Credit is essentially how trustworthy you are financially. Companies look at your credit to see how confident they can be in your ability to pay off debt. If you have good credit, it shows that you’ve been financially responsible for a good period of time, making it easy for you to borrow at low interest rates. Bad credit can ruin your chances of getting a loan or a house and comes with much higher interest rates.
Your credit score is what most creditors will look at to determine whether or not to lend to you. Your credit score is based on income, debt, bill payment history, collections actions, number of loans, types of loans, and credit limits. If you have a low score, creditors think that you’re more likely to default on a loan.
Your credit report is also used by creditors, and includes your name, address, phone number, social security number, past employers, spouse, lender names and accounts, balances, loan payment history, any repossessions, and other creditors who have requested your report over the past two years. This report can also include criminal proceedings and bankruptcies, as credit bureaus collect information from courthouse and registry records.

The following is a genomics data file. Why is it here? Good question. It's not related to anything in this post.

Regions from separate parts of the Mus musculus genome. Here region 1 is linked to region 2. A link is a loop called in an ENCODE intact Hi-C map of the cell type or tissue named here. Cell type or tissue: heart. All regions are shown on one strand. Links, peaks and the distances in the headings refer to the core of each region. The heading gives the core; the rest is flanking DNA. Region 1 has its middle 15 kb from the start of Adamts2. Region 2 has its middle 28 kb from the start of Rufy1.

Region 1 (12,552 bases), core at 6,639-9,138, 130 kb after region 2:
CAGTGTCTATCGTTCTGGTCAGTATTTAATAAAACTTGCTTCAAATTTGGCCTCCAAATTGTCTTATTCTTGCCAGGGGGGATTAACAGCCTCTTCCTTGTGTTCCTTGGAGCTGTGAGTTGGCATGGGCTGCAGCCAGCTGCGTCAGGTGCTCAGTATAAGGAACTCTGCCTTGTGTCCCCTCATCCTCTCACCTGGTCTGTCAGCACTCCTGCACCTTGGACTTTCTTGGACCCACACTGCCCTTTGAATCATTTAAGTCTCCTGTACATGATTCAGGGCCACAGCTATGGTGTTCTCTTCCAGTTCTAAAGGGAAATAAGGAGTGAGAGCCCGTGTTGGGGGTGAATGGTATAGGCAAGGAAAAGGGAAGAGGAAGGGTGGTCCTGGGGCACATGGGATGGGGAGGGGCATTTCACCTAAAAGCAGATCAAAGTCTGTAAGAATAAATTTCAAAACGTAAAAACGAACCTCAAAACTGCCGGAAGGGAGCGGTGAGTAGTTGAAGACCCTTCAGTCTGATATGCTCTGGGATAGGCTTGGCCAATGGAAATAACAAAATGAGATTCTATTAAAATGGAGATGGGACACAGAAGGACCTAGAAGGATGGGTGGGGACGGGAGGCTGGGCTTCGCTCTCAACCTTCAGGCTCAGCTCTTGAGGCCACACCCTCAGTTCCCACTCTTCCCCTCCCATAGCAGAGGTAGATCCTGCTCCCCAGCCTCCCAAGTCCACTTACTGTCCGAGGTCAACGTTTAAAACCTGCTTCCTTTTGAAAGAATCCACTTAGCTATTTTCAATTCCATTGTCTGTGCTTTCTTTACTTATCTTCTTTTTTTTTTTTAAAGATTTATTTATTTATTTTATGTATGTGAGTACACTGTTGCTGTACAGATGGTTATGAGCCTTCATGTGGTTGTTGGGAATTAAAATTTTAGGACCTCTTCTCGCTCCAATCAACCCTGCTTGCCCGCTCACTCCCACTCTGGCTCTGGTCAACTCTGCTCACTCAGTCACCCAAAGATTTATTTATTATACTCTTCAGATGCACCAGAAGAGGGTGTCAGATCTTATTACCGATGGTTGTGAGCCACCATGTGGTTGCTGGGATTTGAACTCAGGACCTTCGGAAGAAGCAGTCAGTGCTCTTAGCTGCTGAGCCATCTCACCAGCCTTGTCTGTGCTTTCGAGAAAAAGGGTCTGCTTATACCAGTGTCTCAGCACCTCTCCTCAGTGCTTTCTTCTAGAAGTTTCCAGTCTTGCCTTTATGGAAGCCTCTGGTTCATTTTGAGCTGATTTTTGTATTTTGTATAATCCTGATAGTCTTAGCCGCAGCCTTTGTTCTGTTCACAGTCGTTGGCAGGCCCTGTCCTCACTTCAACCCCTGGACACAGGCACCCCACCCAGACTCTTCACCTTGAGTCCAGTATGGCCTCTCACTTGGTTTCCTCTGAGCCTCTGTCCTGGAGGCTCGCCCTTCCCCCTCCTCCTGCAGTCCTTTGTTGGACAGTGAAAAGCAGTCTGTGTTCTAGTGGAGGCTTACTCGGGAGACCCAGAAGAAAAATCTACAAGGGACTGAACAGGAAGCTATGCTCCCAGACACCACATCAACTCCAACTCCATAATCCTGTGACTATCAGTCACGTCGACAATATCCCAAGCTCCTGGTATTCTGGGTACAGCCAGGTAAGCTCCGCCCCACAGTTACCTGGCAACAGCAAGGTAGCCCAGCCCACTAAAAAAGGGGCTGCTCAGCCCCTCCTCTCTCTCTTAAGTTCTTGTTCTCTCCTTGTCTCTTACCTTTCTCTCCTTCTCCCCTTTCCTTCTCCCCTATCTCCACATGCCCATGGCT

You should be checking your credit report regularly to see if you have any incorrect information that you want to dispute with the credit bureau. You should also close any inactive accounts.
If your credit score is low, it can be improved by paying bills on time and paying off your debt.
Once a year, you’re entitled to a free copy of your credit report. Visit the following to obtain yours:
Interest fees, annual fees, late fees, payment terms, security, and benefits are all important factors to consider when looking at credit cards. Make sure you know:
It’s important to remember that credit cards are not free money, but a loan that can have high interest rates. Pay off your balance each month in order to avoid interest, otherwise you end up paying more for your goods than when you purchased them. Keep your spending low or limit your credit card usage for emergencies only to reduce spending.